Reading Hajiya Balaraba Ramat Yakubu’s Sin is a Puppy That Follows You Home was to me like watching a Nigerian movie, in particular one on Africa Magic Hausa, a channel devoted to Hausa language movies. I could picture popular actors and actresses in the roles of different characters and imagined them bringing these roles to life. I have no idea if there is a movie equivalent of Sin is a Puppybut there just might be a movie version, considering that Yakubu has ventured into Kannywood (the Hausa movie industry based in Kano) herself.
“I hope my story will serve as a lesson to the Muslim community. May the Lord God make the sinners change their ways, as He does not forgive a man’s crime against another.”
One is supposed to read this book and be inspired to change. The sinner should renounce sin, and the pious ones should rest assured that God will reward them.
As far as the plot, Sin is a Puppy tells the story of Rabi, the long-suffering wife of a playboy husband, Alhaji Abdu. With Alhaji Abdu, Rabi has nine children, and she also takes care of the daughter of one of Alhaji Abdu’s wives who left him due to his cheating ways. Rabi stays by her man even though he has affairs with numerous women and does not share of any of the wealth he generates as a businessman. Although her husband is rich and can afford to wear the nicest clothes, he does not provide money for the running of his household. It is Rabi who is left with supporting the ten children with the meagre profits she earns from selling food, as well as from help rendered by her family members.
Matters take a turn for the worse when Alhaji Abdu marries Delu a twice-divorced former sex worker. Delu is portrayed as the “sin” that Alhaji Abdu brings home with him, which eventually leads to him kicking Rabi and her children out of their home after a violent altercation breaks out between the first and second wives. Rabi is then forced to become a single mother but is able to thrive, primarily due to her faith in Allah. She gets to see her first son Kabiru go to university, and her first daughter Saudatu finish secondary school and marry the wealthy Alhaji Abubakar. A good portion of the book is devoted to Alhaji Abubakar’s life; I saw him as the male version of Rabi, a long-suffering faithful husband. Meanwhile, Alhaji Abdu showers his love on Delu, not knowing that she is having affairs with multiple men behind his back.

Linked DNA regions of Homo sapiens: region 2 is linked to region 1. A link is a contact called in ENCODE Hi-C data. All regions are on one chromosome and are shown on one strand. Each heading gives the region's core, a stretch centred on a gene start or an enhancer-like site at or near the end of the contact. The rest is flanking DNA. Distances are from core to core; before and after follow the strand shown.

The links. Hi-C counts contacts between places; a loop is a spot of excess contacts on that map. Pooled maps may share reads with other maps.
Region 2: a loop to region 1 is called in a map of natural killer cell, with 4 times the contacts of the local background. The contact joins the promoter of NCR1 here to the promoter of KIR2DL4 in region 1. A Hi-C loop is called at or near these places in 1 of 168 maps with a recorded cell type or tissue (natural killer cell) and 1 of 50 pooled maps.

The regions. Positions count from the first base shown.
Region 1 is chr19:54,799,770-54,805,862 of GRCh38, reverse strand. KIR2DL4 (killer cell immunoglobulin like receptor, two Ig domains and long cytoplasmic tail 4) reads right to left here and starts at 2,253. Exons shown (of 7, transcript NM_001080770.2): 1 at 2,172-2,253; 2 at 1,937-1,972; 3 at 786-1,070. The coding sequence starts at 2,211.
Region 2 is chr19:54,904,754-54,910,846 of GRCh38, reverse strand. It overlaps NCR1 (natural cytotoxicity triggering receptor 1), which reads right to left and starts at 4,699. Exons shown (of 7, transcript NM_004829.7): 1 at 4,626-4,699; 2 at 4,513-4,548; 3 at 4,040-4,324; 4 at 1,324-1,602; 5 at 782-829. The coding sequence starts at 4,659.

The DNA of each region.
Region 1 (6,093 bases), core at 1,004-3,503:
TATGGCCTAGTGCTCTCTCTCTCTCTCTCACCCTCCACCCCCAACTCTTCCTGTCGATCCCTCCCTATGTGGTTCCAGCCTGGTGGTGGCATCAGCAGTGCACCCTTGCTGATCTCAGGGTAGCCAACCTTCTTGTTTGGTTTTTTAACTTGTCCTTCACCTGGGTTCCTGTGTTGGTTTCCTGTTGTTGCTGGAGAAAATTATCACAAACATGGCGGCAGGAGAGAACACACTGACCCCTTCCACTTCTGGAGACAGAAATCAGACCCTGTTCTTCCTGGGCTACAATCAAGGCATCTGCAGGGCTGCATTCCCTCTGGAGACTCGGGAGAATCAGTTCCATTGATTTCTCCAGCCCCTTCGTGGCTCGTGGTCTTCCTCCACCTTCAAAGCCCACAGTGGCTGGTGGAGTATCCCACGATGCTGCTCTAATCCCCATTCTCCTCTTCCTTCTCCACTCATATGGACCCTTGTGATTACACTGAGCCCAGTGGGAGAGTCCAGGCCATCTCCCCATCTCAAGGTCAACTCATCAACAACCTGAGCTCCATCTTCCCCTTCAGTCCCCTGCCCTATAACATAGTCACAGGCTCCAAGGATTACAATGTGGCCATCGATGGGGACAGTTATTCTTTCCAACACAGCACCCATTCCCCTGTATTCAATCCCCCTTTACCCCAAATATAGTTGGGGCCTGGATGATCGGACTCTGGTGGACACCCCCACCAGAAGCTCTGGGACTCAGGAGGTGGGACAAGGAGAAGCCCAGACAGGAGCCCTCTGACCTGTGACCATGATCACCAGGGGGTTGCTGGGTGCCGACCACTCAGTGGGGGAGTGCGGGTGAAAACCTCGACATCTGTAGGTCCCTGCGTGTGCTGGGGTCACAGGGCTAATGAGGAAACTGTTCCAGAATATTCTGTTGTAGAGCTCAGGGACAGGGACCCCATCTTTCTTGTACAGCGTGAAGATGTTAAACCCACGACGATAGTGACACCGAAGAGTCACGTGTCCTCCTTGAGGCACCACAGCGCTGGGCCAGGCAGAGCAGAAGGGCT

I found Alhaji Abubakar’s character interesting. Alhaji Abubakar is a businessman who has two wives who constantly argue among themselves and also mistreat him. He is pious and steadfast in his faith and wants nothing but peace in his home, which he cannot enjoy because of the behaviour of his wives. With Rabi’s daughter Saudatu, he finally gets to have a tranquil home, at least for a while, as Saudatu is also maltreated by her senior co-wife before Alhaji Abubakar finally divorces the latter.
It is pretty clear to see who the villains and heroes are in this book; like any other Nigerian moral folktale, the characters are clear-cut. We know who is going to succeed and who is going to be punished. When the punishment comes, it is swift and unmerciful. A fire that razes the Sabon Gari market not only burns all of Alhaji Abdu’s goods, but also all the money that he has been saving in his stall rather than at the bank (of course Alhaji Abdu’s virtuous brother Alhaji Bello managed to save some of his goods from the fire). On the same day, Alhaji Abdu’s car is stolen, along with most of his clothes, which he had kept in the boot of his car to take to the dry-cleaners. The shock of losing all his worldly possessions in a day sends him to the hospital, and when he is released from the hospital he goes home to find Delu in bed with another man, the electrician. After divorcing Delu, Alhaji Abdu quickly forgets about her and sets his sight on gaining Rabi back.